Follow our live coverage of UCLA vs. No. 19 Utah

'Dead cops ... that's what they want,' says police union's Jeff Roorda

St. Louis police union official Jeff Roorda accuses Ferguson protesters of wanting 'dead cops, dead cops'

A prominent St. Louis police union official called for a curfew in Ferguson, Mo., after two police officers were shot and wounded early Thursday during a demonstration outside the Ferguson Police Department, saying protesters "want cops dead."

"Dead cops, dead cops. That's what they want," former Democratic state Rep. Jeff Roorda, of the St. Louis Police Officers Assn., said of Ferguson demonstrators on Fox News on Thursday, as reported by website Mediaite.

"You arrest everyone that doesn't go home," Roorda said. "Let's not pretend like they wanted [police Chief] Tom Jackson's resignation or that they’re mad because Mayor [James] Knowles is there. They want dead cops and that was their goal all along and that was their goal last night.”

Roorda's remarks come as law enforcement and political leaders and local activists decide how to respond after a shooting early Thursday in which witnesses said an unknown gunman on a hill overlooking the Ferguson Police Department opened fire on officers protecting the station. 

One officer was shot in the face and another in the shoulder. Both were treated and released from a hospital Thursday.

Local activists, whose most well-known mainstays are resolutely nonviolent, have condemned the shooting but have not given up on their basic political message.

One top local activist who was at the scene when the shots were fired, DeRay Mckesson, tweeted: "I do not condone the killing of police officers. I do not condone the killing of the unarmed. I do not condone killing."

In a statement Thursday afternoon, Ferguson Mayor James W. Knowles III did not address the idea of a curfew, but condemned the shooting and called on clergy and local community members to address "threats of violence and destruction to our community."

The shooting of the two officers in Ferguson has not just been a violent incident, but has also become a kind of subterranean political crisis for activists and political leaders who have pushed for police reform and a change in police tactics while trying to navigate through the stumbling blocks presented by occasional anti-police violence.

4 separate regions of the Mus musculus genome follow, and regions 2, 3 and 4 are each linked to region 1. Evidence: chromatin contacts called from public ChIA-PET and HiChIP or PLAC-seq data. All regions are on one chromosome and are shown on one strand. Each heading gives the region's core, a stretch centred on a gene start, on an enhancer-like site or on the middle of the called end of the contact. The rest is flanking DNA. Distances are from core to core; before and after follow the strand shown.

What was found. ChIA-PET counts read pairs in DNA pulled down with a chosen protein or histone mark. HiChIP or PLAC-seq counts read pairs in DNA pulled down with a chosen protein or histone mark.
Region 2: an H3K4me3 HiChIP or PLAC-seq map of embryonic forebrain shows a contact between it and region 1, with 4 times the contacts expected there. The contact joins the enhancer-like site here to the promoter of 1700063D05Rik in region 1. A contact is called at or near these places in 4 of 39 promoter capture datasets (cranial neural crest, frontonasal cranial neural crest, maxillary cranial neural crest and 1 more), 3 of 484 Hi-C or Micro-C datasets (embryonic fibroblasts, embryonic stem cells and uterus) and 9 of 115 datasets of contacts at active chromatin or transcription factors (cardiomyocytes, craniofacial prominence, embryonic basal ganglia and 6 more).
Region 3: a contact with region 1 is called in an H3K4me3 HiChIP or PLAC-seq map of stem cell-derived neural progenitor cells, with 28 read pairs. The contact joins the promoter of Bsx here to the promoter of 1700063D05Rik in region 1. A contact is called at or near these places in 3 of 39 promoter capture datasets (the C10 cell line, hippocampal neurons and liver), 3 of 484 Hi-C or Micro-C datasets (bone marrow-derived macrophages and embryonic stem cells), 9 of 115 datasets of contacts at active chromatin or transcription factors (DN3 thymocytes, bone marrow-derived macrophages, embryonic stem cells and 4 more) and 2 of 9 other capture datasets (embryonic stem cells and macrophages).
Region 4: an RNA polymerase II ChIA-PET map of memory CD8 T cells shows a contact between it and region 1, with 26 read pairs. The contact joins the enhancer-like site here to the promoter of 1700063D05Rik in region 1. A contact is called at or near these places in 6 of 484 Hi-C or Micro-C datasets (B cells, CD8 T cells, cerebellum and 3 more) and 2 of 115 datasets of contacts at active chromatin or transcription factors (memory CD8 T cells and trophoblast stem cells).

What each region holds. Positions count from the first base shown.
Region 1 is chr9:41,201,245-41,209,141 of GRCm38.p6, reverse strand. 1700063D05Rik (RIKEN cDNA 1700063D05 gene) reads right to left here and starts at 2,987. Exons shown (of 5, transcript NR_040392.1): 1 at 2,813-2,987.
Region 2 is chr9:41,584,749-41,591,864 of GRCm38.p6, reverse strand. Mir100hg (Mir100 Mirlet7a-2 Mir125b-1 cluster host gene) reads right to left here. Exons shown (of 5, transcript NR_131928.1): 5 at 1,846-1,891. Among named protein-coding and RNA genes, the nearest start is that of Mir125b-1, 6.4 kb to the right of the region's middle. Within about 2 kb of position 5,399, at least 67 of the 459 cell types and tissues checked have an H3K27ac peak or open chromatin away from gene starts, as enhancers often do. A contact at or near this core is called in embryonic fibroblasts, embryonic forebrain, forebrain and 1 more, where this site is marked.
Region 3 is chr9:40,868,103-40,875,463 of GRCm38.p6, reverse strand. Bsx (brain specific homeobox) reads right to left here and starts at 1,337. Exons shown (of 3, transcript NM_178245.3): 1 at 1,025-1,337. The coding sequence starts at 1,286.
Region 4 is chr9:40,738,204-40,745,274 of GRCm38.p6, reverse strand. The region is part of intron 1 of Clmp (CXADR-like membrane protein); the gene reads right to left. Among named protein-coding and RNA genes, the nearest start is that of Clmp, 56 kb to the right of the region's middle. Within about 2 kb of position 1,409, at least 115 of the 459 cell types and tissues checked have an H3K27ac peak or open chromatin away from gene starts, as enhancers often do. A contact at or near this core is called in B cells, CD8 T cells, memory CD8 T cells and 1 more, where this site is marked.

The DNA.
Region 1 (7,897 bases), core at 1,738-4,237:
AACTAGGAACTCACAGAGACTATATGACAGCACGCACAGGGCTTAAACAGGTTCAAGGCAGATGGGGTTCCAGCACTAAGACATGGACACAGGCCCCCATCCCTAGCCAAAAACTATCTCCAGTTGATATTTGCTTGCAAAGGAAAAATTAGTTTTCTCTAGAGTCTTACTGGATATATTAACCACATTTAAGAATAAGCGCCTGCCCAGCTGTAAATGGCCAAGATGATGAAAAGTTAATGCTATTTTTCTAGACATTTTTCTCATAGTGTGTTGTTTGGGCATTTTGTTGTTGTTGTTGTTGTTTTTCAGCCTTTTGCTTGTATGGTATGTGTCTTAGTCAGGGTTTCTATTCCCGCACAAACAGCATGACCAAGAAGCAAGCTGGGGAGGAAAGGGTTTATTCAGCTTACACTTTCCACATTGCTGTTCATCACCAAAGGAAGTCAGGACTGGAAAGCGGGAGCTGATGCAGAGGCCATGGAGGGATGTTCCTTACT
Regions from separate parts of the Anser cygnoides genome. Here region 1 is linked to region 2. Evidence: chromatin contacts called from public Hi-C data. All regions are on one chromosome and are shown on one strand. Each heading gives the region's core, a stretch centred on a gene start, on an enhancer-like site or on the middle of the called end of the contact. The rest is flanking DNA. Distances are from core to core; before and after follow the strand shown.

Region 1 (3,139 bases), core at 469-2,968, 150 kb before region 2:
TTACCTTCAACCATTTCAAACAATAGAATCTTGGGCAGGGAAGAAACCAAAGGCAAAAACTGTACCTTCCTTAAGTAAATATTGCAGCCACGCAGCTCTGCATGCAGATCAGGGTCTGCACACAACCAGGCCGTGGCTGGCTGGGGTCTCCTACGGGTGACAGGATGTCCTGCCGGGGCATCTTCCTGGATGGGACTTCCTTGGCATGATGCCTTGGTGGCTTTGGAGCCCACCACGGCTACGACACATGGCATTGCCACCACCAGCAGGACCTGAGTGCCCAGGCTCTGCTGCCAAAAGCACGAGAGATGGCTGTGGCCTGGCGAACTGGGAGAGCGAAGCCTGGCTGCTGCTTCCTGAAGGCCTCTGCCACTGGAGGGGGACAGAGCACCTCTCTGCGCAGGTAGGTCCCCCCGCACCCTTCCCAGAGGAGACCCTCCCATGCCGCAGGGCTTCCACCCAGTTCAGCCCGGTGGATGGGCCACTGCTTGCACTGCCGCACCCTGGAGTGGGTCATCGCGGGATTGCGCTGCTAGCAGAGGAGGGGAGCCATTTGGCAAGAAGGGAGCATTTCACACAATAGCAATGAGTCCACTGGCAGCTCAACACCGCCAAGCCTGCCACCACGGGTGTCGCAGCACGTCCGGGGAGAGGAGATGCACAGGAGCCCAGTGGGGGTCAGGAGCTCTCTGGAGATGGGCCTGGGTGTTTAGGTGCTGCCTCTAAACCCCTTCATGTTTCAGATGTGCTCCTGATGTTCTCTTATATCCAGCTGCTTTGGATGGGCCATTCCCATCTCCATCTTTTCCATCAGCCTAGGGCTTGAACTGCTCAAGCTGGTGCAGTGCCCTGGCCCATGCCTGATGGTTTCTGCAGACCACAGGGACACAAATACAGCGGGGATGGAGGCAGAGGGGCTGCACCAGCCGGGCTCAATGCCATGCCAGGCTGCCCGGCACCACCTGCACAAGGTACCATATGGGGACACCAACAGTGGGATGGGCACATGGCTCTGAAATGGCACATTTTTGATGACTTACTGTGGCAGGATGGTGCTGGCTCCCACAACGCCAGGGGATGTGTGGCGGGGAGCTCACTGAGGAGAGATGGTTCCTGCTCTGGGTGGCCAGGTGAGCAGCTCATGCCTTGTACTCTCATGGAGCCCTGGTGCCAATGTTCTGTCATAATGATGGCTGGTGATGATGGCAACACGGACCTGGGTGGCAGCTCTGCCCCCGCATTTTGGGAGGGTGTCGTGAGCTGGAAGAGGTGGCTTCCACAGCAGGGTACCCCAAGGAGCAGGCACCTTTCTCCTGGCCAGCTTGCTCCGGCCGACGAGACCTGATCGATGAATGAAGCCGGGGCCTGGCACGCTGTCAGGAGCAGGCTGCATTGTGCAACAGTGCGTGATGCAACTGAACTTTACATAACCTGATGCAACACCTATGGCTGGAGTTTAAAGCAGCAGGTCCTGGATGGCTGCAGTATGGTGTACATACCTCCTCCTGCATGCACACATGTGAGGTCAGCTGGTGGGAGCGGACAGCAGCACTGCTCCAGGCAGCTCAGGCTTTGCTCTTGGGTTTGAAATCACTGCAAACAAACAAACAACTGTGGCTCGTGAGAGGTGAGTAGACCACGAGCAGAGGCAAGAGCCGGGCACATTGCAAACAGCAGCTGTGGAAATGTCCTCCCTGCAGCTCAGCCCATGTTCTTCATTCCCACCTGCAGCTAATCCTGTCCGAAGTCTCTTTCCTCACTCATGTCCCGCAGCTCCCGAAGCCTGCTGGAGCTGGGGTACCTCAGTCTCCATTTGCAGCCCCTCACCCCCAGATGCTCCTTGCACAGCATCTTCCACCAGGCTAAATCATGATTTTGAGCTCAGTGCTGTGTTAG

In statement after statement Thursday, most public officials have balanced condemnations of the violence while maintaining that protesters' core claims -- for the right to peaceful protest and for police reform -- have substance.

"You know, seeing this attack last night turned my stomach -- because in the week since the Justice Department released its pattern-and-practice report on Ferguson, we have begun to see really important signs of progress," outgoing U.S. Atty. Gen. Eric H. Holder Jr. said Thursday, alluding to a federal investigation that accused Ferguson police of unconstitutionally profiling and harassing the town's predominantly black residents. 

"This disgusting and cowardly attack might have been intended to unravel any sense of progress, but I hope that doesn't happen," Holder said.

In comparison, the vehement tenor of Roorda's response -- and the complex political problem faced Thursday by demonstrators and reform-minded officials -- was reminiscent of the political dynamic that befell New York City in December when two police officers were ambushed and killed while sitting in their police cruiser.

The gunman in the New York shooting, who committed suicide shortly afterward, had hinted on social media that he wanted to kill police as revenge for the deaths of black men, starting with 18-year-old Michael Brown who was shot to death Aug. 9 by white Ferguson police Officer Darren Wilson.

The slaying of the New York officers led police union officials to accuse New York City Mayor Bill de Blasio of having blood on his hands for supporting protesters who had criticized in the police, and to the dramatic spectacle of uniformed officers turning their backs on the mayor at the two officers' funerals.

The New York shooting stalled some of the mainstream support for nationwide protests seeking police reform, which had grown in intensity after a St. Louis grand jury declined to indict Wilson and a New York grand jury decided not to indict the officers accused of strangling to death Staten Island resident Eric Garner last July.

Following the NYPD officers' funerals, De Blasio, a proponent of police reform, was forced to modulate his statements and to cool down an uncomfortable political standoff with his own police officers, of whom some refused to carry out arrests or perform their usual duties.

After the New York shooting, police reform protests around the country similarly cooled off somewhat over the winter months.

The protest in Ferguson, which began Wednesday evening, came on one of the first warm nights of the year in St. Louis, and on the day of a key victory for activists: the announced resignation of Ferguson police Chief Thomas Jackson.

As many as 200 activists had gathered outside the police station to send the message that they still weren't satisfied, and that many of them also wanted the resignation of Knowles. The protest was mostly peaceful, though some shouting and shoving broke out, witnesses said. By midnight, only about 50 demonstrators remained gathered in parking lots across the street from the police department.

Things had turned calm -- and that's when the shots rang out.

Follow @MattDPearce for national news

Copyright © 2016, Los Angeles Times